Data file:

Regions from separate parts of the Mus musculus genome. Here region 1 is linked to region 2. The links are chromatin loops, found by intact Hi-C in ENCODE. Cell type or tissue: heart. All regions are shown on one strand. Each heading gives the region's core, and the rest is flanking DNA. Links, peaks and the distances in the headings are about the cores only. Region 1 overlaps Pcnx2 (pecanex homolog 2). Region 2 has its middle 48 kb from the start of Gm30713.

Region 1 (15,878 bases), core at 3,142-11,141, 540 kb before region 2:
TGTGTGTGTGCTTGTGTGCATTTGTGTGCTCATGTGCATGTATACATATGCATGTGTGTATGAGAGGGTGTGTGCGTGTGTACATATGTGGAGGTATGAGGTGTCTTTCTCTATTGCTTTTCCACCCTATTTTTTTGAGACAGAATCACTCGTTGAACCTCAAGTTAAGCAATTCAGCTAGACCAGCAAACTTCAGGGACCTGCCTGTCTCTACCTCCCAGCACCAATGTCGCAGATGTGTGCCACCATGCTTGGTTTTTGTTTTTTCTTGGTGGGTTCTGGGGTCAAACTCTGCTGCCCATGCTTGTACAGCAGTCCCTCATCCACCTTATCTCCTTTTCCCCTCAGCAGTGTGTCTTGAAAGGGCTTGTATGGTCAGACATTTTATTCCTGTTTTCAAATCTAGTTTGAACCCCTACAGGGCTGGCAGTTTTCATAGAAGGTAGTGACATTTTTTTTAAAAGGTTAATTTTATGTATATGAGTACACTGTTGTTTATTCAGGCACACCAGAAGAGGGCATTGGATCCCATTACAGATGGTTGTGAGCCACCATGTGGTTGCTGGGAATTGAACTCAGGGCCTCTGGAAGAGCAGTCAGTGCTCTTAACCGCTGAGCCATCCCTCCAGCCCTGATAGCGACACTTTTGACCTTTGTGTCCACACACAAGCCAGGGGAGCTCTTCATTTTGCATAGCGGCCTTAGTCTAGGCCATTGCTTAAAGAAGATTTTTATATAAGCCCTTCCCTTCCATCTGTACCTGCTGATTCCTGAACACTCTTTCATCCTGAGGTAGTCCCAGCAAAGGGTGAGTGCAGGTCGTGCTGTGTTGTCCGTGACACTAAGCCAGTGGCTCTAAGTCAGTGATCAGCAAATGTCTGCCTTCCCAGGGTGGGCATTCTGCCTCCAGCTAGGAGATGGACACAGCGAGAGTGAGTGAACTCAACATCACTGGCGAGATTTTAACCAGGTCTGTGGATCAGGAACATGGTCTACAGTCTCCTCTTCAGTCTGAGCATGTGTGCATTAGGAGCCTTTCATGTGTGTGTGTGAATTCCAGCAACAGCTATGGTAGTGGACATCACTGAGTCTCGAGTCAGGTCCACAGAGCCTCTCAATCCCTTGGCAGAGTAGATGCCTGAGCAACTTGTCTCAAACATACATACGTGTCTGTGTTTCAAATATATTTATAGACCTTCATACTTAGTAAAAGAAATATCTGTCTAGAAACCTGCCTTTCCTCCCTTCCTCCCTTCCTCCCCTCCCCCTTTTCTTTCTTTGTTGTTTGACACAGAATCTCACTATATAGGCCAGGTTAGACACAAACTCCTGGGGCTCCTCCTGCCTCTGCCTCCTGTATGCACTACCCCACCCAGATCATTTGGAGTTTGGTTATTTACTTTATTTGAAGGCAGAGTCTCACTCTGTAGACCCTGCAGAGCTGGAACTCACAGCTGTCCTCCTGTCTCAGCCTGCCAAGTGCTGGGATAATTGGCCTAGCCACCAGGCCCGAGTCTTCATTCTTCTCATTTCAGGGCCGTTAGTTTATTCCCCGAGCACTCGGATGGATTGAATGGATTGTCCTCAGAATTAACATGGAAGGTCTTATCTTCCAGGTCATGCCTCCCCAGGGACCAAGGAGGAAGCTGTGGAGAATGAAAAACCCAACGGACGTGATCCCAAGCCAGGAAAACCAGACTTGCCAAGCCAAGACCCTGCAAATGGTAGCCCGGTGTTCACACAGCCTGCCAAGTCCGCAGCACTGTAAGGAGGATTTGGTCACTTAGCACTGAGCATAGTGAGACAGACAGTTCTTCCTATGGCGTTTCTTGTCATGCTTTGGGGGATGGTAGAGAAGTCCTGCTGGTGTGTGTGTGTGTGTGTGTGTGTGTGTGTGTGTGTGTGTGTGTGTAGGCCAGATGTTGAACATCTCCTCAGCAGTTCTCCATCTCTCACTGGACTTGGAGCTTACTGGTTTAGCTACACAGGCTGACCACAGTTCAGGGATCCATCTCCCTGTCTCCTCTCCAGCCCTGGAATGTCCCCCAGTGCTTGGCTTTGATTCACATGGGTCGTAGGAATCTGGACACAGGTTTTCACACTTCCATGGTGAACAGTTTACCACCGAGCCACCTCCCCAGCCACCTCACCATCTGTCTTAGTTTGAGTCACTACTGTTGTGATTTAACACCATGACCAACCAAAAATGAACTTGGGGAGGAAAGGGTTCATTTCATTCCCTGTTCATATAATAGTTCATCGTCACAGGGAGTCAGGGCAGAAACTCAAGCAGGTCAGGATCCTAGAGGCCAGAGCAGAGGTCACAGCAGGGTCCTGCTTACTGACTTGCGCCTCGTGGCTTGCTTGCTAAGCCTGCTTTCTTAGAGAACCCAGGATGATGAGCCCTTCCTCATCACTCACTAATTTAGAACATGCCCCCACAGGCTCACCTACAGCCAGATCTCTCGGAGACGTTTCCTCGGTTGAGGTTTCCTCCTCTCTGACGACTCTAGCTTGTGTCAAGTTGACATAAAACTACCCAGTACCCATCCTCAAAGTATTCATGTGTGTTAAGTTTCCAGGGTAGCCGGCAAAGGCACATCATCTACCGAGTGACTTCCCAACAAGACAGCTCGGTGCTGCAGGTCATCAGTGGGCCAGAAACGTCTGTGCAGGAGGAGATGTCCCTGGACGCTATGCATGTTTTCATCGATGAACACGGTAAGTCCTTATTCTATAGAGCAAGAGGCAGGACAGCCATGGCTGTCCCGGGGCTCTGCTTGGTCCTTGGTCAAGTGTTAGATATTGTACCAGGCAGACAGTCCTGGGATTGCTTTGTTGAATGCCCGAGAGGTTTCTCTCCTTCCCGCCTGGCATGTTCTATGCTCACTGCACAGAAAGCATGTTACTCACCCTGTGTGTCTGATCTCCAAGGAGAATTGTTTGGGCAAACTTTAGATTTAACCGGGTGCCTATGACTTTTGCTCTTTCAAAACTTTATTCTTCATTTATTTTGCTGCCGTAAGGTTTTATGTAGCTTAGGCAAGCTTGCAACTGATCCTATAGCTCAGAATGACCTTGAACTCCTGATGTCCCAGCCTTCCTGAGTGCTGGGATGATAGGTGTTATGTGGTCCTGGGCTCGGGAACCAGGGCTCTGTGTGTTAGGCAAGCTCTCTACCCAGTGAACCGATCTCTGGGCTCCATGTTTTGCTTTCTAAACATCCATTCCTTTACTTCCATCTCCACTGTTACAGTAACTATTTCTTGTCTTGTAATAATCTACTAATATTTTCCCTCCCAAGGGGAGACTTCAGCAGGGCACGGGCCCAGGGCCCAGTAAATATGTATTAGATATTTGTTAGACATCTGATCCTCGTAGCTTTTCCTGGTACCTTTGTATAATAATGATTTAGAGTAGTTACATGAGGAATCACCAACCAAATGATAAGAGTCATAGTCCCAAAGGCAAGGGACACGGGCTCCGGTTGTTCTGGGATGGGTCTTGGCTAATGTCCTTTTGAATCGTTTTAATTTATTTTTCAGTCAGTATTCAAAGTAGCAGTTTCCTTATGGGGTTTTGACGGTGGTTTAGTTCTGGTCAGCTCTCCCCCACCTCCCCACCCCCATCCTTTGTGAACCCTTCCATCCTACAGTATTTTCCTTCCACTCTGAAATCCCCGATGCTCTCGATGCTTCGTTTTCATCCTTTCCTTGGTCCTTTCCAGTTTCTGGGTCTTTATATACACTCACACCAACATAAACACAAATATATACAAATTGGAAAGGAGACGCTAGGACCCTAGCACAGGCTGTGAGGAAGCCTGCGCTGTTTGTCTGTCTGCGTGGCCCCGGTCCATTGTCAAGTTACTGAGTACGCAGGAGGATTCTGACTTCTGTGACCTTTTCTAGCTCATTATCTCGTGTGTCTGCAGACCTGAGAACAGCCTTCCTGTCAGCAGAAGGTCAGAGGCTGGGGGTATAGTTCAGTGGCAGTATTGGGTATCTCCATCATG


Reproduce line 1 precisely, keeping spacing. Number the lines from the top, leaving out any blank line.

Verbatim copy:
Regions from separate parts of the Mus musculus genome. Here region 1 is linked to region 2. The links are chromatin loops, found by intact Hi-C in ENCODE. Cell type or tissue: heart. All regions are shown on one strand. Each heading gives the region's core, and the rest is flanking DNA. Links, peaks and the distances in the headings are about the cores only. Region 1 overlaps Pcnx2 (pecanex homolog 2). Region 2 has its middle 48 kb from the start of Gm30713.